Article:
Icons in Power BI are used to communicate meaning and add more context. You can use them as an infographic element to enhance your design or use conditional formatting in tables and metrics, directly from the visualization pane.
An even more powerful way to control icons in tables and metrics is by leveraging the measures index. By using this, you could use UNICHAR, UNICODE, or any other custom icons you want. Through the use of these, you can enrich the context and show the trend for each row category.
As an illustration, let’s take a look at this report.
We have the list of the warehouses and the percentage of the scanning invoice in descending order. We also have some star icons.
To create these, go to % Scanned, select Conditional formatting, and then Icons.
I made an IF statement on the % Scanned that if it is above or equal to 53% and less than 100%, we have this full star. If we are above 50% and below 53%, then we have a half-star. Lastly, if we are above or equal to zero and below 50%, then we have this empty star.
This works nicely, but it’s a bit limited because we do not have many choices in terms of icons. It is also difficult to see that the icons are coming from conditional formatting because we have to do a couple of clicks first in order to get there.
Create Icons In Power BI With DAX Measures
In this situation, the better way to do this is by using DAX measures. If we look inside the measures that I created, the codes that can replace this conditional formatting are the following.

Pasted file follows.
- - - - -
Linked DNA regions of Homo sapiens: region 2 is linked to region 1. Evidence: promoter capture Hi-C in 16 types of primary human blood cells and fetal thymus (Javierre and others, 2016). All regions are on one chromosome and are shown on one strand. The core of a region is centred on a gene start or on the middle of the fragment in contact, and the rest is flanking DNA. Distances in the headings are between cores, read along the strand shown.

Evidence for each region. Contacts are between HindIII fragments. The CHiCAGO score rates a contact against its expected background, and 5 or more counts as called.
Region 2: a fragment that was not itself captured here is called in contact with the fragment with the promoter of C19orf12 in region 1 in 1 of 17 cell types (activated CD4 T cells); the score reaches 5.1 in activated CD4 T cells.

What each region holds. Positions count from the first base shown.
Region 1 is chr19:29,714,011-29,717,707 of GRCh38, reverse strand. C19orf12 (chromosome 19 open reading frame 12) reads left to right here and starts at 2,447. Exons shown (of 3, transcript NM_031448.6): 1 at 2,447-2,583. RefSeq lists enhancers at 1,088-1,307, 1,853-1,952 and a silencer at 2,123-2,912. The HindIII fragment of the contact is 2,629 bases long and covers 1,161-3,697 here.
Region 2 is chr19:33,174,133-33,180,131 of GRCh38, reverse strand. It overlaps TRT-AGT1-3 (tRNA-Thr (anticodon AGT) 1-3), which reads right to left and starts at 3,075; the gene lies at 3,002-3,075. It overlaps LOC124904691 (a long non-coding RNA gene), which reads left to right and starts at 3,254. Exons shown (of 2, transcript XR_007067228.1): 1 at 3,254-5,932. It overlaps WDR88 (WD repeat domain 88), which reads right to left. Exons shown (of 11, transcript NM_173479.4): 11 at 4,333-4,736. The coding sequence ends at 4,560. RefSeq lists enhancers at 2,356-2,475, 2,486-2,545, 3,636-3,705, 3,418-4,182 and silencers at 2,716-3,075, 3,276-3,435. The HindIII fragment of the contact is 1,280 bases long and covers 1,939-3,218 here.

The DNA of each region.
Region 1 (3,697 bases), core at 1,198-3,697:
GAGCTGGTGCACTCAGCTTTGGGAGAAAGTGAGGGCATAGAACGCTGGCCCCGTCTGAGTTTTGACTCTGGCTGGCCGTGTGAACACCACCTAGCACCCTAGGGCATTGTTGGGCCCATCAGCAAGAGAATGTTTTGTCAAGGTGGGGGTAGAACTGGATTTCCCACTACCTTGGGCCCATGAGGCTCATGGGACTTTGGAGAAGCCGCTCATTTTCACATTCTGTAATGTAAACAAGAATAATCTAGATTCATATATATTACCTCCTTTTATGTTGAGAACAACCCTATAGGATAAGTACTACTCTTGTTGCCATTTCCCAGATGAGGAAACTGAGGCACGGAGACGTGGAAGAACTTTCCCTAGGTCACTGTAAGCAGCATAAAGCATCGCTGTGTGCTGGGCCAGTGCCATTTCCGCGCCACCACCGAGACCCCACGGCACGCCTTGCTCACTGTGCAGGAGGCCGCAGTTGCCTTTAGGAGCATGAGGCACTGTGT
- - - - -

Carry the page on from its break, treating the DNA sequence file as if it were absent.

After validating the measure, we can now go to back to Conditional formatting and then select Icons.
Under Format style, instead of using Rules which are not documented anywhere and are difficult to follow, we can use Field value and base it on the rule that I created which is CF_Icons_2.
Once completed, we can see that there’s no change in terms of visualization, but now it is easier to follow because this is the formula that controls everything.
For example, let’s change the first condition to 0.55, then the second condition to 0.53 and validate these. Noticeably, we only have half star for the 54.8% because we set the values to have full star if it’s above 55%.
One of the advantages is it’s also much easier to transfer from one Power BI developer to another because it is more straightforward. In this case, it’s easier to document and reproduce if you have other projects based on the same conditions. It is much easier to copy paste this code and reuse it.
In addition, I have a cheat sheet page that shows all the icons inside Power BI desktop with their name. It’s very practical to use because I know exactly how I can write them by these codes and the icons that they represent.
Create Icons In Power BI With UNICHAR Codes
The second example that I created is the UNICHAR code.
We have the UNICHAR formula with the same code. I also added two variables that show the minimum and maximum of the warehouse percentages.